|The cast of the Apple Family Plays: DeVries, Robins, Sanders, Kunken, Plunkett and Murphy.|
I was late to the party in discovering Richard Nelson's Apple Family Plays. I caught only the last two during their Off Broadway runs at the Public Theater. So I was delighted to hear that one of New York's PBS stations, WNET, taped all four as part of a TV series called Theater Close-Up, attempting to do for the city's Off Broadway theaters what National Theatre Live has done for theaters in the United Kingdom: expose their work to larger audiences that might not otherwise have a chance to see theater, whether due to money, location, time or other factors.
NT Live does things on a larger scale, broadcasting to movie theaters, and their camerawork is sharper, but I found Theater Close-Up's Oct. 16 third offering, and the first featuring the Apple Family, That Hopey Changey Thing, as fun, insightful and moving as the other installments. All take place in the last four years: two on election night, one on the 10th anniversary of 9/11 and one on the 50th anniversary of JFK's assassination. Hopey Changey takes place on the night of the 2010 midterm elections, when the Democratic-leaning Apple siblings are assembled in upstate Rhinebeck, N.Y., after voting and before the polls close.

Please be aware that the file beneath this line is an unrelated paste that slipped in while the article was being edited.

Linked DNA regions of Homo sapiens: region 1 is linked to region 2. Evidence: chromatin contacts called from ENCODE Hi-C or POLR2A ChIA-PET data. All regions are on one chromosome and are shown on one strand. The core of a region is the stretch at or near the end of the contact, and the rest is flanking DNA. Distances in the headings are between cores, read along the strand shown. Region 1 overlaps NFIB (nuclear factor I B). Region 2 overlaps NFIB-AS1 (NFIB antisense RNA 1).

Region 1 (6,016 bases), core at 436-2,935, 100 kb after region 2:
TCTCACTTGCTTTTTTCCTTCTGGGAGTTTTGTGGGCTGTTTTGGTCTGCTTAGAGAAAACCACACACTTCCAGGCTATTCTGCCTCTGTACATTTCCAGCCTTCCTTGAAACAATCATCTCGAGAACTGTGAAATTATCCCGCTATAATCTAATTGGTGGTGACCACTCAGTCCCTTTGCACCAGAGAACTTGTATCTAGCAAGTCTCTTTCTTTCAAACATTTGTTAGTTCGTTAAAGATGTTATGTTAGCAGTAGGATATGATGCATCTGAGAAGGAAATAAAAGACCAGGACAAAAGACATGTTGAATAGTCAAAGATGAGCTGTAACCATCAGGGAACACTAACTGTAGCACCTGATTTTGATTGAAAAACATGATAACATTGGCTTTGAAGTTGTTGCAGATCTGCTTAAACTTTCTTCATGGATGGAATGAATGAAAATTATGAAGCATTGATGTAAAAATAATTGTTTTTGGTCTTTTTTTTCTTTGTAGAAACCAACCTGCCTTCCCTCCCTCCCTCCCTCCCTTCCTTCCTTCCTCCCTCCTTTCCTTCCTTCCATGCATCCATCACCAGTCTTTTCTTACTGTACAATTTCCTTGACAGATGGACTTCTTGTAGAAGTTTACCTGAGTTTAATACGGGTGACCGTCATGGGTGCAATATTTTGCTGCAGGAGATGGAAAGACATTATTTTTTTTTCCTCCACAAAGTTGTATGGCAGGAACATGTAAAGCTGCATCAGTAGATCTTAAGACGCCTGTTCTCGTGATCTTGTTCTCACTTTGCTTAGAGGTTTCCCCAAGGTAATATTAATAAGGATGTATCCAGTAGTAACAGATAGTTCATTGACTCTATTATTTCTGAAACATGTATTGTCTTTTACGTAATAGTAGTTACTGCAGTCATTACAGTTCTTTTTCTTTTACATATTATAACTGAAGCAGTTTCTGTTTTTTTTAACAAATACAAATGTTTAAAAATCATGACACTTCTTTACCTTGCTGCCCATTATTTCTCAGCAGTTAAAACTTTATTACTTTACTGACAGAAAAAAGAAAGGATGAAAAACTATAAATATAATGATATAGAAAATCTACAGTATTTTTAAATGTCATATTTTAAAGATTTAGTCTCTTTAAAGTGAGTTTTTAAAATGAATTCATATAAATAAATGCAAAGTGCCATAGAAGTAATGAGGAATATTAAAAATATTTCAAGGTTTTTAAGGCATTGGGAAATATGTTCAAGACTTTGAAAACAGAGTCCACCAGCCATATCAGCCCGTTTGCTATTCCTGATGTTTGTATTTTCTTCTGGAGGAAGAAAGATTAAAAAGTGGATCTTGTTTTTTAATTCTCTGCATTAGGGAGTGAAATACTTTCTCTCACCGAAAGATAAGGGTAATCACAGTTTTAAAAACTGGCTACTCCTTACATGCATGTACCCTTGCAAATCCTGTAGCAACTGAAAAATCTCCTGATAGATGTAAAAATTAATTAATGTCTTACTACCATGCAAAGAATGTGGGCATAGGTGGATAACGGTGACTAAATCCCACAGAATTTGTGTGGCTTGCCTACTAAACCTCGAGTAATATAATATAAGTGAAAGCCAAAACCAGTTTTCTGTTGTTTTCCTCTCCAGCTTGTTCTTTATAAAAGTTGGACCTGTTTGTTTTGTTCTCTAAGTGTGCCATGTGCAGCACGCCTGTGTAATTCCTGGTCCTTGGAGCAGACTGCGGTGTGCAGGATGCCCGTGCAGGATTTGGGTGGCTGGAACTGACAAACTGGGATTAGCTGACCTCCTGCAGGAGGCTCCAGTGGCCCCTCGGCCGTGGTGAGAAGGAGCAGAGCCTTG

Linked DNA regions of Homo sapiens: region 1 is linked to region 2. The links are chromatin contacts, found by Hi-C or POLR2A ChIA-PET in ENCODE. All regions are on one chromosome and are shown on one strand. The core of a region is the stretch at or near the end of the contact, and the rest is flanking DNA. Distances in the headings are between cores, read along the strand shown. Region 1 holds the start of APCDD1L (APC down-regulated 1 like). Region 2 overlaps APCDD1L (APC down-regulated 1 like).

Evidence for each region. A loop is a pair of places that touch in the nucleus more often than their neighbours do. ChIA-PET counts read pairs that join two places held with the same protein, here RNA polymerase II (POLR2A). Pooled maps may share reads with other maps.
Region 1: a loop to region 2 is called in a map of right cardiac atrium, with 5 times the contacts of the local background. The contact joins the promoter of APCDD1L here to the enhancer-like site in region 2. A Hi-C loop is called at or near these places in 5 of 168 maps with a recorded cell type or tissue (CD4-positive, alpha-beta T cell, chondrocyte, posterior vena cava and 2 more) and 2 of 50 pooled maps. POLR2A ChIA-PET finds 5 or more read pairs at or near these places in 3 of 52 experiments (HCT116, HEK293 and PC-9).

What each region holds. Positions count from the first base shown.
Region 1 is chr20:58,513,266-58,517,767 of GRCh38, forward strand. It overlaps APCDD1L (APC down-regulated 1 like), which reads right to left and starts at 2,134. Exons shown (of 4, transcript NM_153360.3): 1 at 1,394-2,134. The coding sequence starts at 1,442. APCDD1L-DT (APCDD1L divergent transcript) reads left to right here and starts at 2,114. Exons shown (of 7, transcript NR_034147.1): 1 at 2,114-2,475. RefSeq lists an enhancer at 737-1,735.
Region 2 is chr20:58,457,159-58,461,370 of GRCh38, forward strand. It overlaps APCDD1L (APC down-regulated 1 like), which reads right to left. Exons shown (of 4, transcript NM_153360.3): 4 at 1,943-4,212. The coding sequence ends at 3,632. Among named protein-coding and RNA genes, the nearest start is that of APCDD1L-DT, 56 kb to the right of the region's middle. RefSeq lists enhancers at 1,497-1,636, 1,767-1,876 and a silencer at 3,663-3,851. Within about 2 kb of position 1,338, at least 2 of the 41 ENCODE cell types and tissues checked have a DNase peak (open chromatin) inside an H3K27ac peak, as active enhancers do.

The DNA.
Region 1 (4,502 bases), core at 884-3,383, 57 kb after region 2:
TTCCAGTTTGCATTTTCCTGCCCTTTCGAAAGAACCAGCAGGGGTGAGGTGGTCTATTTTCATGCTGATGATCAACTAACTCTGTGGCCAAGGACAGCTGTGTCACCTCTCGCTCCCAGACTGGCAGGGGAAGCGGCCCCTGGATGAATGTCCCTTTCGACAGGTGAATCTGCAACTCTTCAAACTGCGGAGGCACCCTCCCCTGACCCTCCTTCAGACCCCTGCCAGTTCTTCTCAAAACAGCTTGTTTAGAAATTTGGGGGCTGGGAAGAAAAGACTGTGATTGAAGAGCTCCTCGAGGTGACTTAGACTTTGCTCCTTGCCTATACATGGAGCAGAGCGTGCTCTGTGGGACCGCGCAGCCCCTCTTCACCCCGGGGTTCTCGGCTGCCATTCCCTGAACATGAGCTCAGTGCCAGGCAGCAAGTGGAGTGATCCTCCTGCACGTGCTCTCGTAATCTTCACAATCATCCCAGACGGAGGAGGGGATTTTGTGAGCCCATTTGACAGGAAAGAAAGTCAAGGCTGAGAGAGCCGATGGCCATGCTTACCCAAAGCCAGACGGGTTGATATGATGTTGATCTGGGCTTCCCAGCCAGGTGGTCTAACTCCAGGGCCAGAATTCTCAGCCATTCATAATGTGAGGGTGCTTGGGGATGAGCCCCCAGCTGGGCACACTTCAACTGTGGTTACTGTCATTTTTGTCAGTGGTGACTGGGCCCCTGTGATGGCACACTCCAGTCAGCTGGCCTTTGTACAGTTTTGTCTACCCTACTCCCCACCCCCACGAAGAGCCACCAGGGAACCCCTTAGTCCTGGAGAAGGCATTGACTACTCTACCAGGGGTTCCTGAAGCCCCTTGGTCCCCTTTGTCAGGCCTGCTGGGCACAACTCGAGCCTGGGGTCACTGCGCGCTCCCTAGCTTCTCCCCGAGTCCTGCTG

Nelson, who also directed the quartet, brilliantly captures their mood, and by extension, the mood of a certain segment of the U.S. population two years into President Obama's first term: disillusion, determined and at various points in between. Both he and his cast — Jon DeVries, Stephen Kunken, Sally Murphy, Maryann Plunkett, Laila Robins and Jay O. Sanders — manage to do that while still creating characters that are beautifully real and compelling in their faults as well as their virtues, and that you want to spend time with.
I went to WNET's website today to check the schedule for the remaining three plays — Sweet and Sad, Sorry and Regular Singing — and noticed that while the first two are scheduled to air in the next two weeks, nothing is slated for the 10 p.m. time slot on Nov. 6. There's just a blank space after an Endeavour rerun. Which has me wondering if ratings haven't been good and the station has decided to air something else at that time. I found this schedule posted in another area of the website that has Regular Singing slated for Nov. 6 and lists other broadcasts each Thursday through Thanksgiving. But it doesn't include London Wall, the Mint Theater show that launched the series Oct. 2, so I'm not sure how accurate the rest of it is.
I emailed WNET to find out more. I'll see what I learn next week.
UPDATE: And the very efficient viewer-relations department got back to me: Regular Singing is scheduled for Nov. 6 at 10 p.m.; it just hasn't been entered into the online listings yet. Hamish Linklater's play The Vandal follows on Nov. 13.